Sen. J.D. Vance accuses SEC Chair Gary Gensler of a ‘vendetta’ against former President Donald Trump

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Republican Sen. J.D. Vance of Ohio accused Gary Gensler, the nation’s foremost financial regulator of using its enforcement powers to harass former President Donald Trump.

Vance alleged that Gensler, chair of the Securities and Exchange Commission, had hired partisan Democrats “who seem to have a vendetta against the former president,” including enforcement division director Gurbir Grewal, the former Democratic Attorney General of New York, who investigated the former president in that capacity.

The Ohio Republican raised concerns about the SEC’s recent settlement with Digital World Acquisition Corp.
the special purpose acquisition company (SPAC) that is planning to merge with Trump Media & Technology Group, which operates the platform Truth Social, in a move that would take the company public.

The SEC found that DWAC misled investors because it failed to disclose that it was already planning to merge with Trump Media before the SPAC’s initial public offering in 2021.

SPACs are a type of public shell company that raises investor funds with the promise to use those funds to acquire a private company.

While Congressional Republicans have been complaining about the “weaponization” of the Justice Department amid its investigations into the former president, Vance said that “we should be more worried about the weaponization” of the SEC.

“It looks more and more like not an impartial regulatory body, protecting investors and consumers, but a regulatory body that’s using its power to silence and immiserate political rivals of the current president of the United States,” Vance said.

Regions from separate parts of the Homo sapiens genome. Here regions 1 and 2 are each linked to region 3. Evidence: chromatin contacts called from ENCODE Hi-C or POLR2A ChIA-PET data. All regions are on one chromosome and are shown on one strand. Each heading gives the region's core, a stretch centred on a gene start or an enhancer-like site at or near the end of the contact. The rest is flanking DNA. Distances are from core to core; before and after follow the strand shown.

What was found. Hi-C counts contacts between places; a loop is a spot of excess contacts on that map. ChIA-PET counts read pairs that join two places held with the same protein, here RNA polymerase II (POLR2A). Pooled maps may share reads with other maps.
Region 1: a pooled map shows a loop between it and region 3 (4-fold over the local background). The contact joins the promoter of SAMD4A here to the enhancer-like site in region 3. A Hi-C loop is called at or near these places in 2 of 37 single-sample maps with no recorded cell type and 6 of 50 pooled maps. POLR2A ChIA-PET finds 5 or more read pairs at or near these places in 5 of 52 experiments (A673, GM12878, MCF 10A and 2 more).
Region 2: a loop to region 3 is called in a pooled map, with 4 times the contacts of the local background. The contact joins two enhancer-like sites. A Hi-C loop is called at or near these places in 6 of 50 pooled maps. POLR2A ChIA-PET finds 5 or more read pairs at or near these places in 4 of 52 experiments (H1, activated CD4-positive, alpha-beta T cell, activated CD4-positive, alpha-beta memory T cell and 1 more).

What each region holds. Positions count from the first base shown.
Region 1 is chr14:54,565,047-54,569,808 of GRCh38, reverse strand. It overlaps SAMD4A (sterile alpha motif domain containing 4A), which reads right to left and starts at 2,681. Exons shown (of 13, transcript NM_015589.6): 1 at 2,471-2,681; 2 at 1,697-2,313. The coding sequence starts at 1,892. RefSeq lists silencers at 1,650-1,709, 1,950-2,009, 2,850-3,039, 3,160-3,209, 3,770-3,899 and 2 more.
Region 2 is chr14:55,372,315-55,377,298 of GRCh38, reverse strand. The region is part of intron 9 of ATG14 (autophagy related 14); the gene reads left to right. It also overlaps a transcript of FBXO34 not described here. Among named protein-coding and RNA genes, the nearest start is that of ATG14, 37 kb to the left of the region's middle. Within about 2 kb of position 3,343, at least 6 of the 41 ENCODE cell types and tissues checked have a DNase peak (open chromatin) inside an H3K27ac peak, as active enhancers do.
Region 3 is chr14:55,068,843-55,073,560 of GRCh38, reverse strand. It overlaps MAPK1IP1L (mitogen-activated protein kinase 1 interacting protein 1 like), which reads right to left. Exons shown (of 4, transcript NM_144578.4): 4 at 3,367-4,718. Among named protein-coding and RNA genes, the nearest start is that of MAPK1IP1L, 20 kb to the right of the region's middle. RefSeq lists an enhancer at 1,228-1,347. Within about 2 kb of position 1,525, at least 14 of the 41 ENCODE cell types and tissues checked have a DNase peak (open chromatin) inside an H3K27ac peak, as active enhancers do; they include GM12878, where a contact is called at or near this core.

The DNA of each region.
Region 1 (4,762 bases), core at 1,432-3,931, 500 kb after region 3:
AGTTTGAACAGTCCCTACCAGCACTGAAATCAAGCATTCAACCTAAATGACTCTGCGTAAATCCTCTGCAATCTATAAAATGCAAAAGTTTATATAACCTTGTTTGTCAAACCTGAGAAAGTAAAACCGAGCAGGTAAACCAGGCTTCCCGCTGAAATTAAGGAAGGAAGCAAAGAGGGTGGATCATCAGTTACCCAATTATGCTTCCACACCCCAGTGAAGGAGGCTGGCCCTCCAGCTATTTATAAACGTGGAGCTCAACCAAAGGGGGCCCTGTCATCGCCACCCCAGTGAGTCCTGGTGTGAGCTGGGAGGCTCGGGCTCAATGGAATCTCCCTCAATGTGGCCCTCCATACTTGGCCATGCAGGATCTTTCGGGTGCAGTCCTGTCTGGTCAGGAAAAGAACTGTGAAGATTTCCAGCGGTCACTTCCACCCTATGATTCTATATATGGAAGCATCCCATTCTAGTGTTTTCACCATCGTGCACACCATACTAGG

Vance also implied that during the next Republican presidential administration, the GOP will seek to install someone who will use the power of the agency to make life difficult for Democrats — and for Gensler himself.

“I have little hope that I can persuade you that hiring committed partisans and using the regulatory powers of the SEC in a way that looks, and I think is, politically partisan,” Vance said. “But maybe I can appeal to your sense of self-interest. If you guys use the SEC in such a politically motivated way, eventually you’re going to be out of power and I have to say, Chairman Gensler, that turnabout is fair play.”

Gensler responded by saying that he does not discuss any enforcement actions with the White House.

He also emphasized that DWAC voluntarily settled with the SEC and that the action was not taken against former President Trump, but the leadership of the SPAC that is considering acquiring Trump’s company.

DWAC shareholders voted earlier this month to extend the deadline the company has to consummate the merger by one year, and both companies recently reiterated their commitment to the deal.


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